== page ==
Social hierarchy remains an important feature of Japanese society, and will be important at City functions.

One of the first questions a Japanese may ask is “How old are you?” in an attempt to establish this hierarchy. The sempai, or senior member, becomes like a mentor to the kowhai, or junior member, and are always addressed by their kowhai in a polite fashion. Although this structure may be different from what you are accustomed to in your home country, keep in mind that by assimilating into Japanese life and customs, you will begin to understand your hosts and their society.


Gift-giving is an important part of Japanese culture and politeness. In Japan, much time and consideration (worry?) is given to what gifts to give, when, and to whom.

  • Offer and receive gifts with both hands.

When receiving gIfts

  • Open gifts carefully and without ripping the paper
  • Examine each gift, and thank the giver
Please also see this useful YouTube video on gift giving in Japan.

Shoes and Shoe Custom: Cleanliness of PlacesGenkan

An important part of Japanese culture is keeping the dirt/germs from one area separate from another, most evident in the customs regarding footwear. Among other reasons. much work and other activities occur on the floor of Japanese homes. It is therefore important that the floor be kept clean.

The issue is not so much that your shoes are dirty, but that you walk with them on dirty surfaces outside the home. For our purpose, it may be useful to imagine that the ground and sidewalks outside the house is contaminated with sewage. The bathroom floor is considered similarly contaminated. We would never want to track such contamination into our hosts' houses.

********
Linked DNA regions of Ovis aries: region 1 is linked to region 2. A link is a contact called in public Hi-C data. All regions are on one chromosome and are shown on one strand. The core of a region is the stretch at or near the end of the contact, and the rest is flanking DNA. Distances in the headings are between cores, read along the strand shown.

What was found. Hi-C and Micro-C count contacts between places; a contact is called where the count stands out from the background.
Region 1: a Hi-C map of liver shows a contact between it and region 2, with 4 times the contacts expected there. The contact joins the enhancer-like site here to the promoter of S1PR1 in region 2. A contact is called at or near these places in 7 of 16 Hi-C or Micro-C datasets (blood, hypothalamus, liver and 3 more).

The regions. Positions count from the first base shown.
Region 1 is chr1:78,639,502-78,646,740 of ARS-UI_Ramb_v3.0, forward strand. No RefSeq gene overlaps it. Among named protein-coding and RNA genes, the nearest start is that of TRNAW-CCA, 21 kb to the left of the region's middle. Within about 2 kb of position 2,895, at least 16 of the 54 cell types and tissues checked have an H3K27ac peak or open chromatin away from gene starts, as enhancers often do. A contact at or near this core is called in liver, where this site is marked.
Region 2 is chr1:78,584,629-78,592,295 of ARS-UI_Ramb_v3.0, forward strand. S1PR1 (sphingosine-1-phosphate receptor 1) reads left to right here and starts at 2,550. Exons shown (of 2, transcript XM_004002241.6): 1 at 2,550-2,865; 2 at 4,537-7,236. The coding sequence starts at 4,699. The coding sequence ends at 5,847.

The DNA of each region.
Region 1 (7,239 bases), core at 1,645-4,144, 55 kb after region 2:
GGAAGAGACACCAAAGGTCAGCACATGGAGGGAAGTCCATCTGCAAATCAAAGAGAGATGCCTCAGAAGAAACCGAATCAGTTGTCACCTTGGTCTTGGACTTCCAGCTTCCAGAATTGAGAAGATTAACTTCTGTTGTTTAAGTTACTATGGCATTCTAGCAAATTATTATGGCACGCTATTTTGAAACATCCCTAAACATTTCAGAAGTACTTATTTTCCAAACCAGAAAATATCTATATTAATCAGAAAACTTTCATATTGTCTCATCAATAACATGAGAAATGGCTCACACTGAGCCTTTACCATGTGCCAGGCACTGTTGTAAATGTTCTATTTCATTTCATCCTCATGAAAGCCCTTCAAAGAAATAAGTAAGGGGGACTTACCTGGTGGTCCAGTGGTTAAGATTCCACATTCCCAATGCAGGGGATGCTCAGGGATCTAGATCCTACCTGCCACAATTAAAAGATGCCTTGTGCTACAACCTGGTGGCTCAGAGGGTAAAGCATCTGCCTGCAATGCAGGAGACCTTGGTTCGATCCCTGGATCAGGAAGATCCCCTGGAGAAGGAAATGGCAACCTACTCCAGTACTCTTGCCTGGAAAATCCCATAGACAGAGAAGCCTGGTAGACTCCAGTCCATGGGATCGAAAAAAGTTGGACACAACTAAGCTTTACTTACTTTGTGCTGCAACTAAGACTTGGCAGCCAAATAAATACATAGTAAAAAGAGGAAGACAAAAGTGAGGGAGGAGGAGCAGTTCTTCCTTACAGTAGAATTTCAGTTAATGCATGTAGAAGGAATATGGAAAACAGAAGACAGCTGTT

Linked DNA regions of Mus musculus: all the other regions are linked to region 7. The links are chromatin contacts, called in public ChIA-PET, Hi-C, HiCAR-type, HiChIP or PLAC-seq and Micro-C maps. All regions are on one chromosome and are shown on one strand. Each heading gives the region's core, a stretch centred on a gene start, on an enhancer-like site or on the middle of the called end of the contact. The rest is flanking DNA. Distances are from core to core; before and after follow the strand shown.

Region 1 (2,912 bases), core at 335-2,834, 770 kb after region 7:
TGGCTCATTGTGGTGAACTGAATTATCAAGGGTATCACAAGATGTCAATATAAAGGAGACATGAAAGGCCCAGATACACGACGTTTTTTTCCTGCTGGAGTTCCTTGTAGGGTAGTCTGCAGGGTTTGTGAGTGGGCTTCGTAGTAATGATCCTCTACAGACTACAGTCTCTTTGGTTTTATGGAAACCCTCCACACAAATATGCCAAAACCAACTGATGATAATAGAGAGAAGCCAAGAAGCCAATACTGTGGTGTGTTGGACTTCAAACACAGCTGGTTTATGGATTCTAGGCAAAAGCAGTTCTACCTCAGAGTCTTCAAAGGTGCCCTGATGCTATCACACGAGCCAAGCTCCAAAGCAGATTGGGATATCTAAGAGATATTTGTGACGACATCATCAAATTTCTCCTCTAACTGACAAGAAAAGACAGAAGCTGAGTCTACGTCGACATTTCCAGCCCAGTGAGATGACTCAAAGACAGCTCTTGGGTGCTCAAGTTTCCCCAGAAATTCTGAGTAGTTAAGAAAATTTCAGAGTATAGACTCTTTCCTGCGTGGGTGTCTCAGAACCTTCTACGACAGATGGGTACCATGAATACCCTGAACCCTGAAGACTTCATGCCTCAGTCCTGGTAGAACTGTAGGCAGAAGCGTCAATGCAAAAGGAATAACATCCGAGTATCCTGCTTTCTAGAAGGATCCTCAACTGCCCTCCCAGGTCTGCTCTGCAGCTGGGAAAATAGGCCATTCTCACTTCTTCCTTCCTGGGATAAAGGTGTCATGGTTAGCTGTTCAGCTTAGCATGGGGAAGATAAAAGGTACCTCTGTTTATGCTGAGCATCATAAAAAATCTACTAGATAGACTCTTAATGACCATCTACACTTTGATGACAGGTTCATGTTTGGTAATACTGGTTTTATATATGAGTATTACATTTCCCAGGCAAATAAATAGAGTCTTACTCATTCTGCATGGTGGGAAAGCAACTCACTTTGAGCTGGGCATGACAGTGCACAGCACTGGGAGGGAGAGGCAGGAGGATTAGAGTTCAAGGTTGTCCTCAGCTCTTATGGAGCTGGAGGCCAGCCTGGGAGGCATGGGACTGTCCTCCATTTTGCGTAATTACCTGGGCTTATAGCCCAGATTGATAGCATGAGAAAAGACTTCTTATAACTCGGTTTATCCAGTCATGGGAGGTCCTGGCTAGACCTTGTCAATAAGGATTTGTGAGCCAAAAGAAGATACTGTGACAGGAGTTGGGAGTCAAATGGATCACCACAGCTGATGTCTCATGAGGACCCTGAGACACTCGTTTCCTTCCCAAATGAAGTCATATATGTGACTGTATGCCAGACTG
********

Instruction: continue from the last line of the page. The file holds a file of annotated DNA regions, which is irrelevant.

Your hosts may present you with slippers to use in the home. Show appreciation of the gift. But also, ask if it is OK to go barefoot, if that is what you prefer.

There will be a pair for use in the toilet. Use them in the toilet.

The Japanese understand that shoe customs in the United States do not include different shoes for different parts of the house, so they will be happy to explain the proper procedure. FOLLOW THESE CUSTOMS.

With that in mind: bring shoes that are comfortable and - if possible - easy to take off. Lace-up shoes will serve if the laces are tied loosely.


  • The the clean inside surfaces of the house and dirty outside surfaces are separated by a step-up into the house. This occurs at the "GEN-kan"- perhaps referred to as a "mud room" in the US. Make sure your shoes don't go further than the entry room of the house. It is usually fairly obvious where this area starts and stops, and if nothing else there will usually be a collection of shoes or cubbies there to tip you off.
  • When taking off your shoes, step immediately into the upper area. Do not step on the lower area before you step into the house.